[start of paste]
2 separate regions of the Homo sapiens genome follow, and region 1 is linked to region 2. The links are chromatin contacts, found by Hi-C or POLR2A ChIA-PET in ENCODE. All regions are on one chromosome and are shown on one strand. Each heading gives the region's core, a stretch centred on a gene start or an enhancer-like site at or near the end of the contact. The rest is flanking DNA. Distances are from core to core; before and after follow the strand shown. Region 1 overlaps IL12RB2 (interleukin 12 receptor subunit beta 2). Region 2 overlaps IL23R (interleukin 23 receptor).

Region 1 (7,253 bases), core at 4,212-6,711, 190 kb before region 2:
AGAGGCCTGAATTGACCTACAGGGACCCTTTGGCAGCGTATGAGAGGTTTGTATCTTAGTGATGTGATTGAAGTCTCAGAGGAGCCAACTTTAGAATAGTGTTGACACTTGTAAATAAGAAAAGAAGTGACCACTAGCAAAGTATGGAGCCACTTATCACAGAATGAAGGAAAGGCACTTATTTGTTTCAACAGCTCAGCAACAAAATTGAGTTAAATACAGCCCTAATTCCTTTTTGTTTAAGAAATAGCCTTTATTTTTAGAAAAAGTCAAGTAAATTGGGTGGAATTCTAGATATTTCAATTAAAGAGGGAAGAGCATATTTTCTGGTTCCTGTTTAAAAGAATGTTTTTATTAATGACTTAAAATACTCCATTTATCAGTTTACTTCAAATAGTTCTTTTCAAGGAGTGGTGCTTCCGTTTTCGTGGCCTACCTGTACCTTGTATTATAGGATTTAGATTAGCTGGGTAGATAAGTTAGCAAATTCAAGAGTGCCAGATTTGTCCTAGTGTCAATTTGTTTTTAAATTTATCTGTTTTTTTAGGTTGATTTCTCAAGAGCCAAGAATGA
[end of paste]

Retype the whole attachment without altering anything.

2 separate regions of the Homo sapiens genome follow, and region 1 is linked to region 2. The links are chromatin contacts, found by Hi-C or POLR2A ChIA-PET in ENCODE. All regions are on one chromosome and are shown on one strand. Each heading gives the region's core, a stretch centred on a gene start or an enhancer-like site at or near the end of the contact. The rest is flanking DNA. Distances are from core to core; before and after follow the strand shown. Region 1 overlaps IL12RB2 (interleukin 12 receptor subunit beta 2). Region 2 overlaps IL23R (interleukin 23 receptor).

Region 1 (7,253 bases), core at 4,212-6,711, 190 kb before region 2:
AGAGGCCTGAATTGACCTACAGGGACCCTTTGGCAGCGTATGAGAGGTTTGTATCTTAGTGATGTGATTGAAGTCTCAGAGGAGCCAACTTTAGAATAGTGTTGACACTTGTAAATAAGAAAAGAAGTGACCACTAGCAAAGTATGGAGCCACTTATCACAGAATGAAGGAAAGGCACTTATTTGTTTCAACAGCTCAGCAACAAAATTGAGTTAAATACAGCCCTAATTCCTTTTTGTTTAAGAAATAGCCTTTATTTTTAGAAAAAGTCAAGTAAATTGGGTGGAATTCTAGATATTTCAATTAAAGAGGGAAGAGCATATTTTCTGGTTCCTGTTTAAAAGAATGTTTTTATTAATGACTTAAAATACTCCATTTATCAGTTTACTTCAAATAGTTCTTTTCAAGGAGTGGTGCTTCCGTTTTCGTGGCCTACCTGTACCTTGTATTATAGGATTTAGATTAGCTGGGTAGATAAGTTAGCAAATTCAAGAGTGCCAGATTTGTCCTAGTGTCAATTTGTTTTTAAATTTATCTGTTTTTTTAGGTTGATTTCTCAAGAGCCAAGAATGA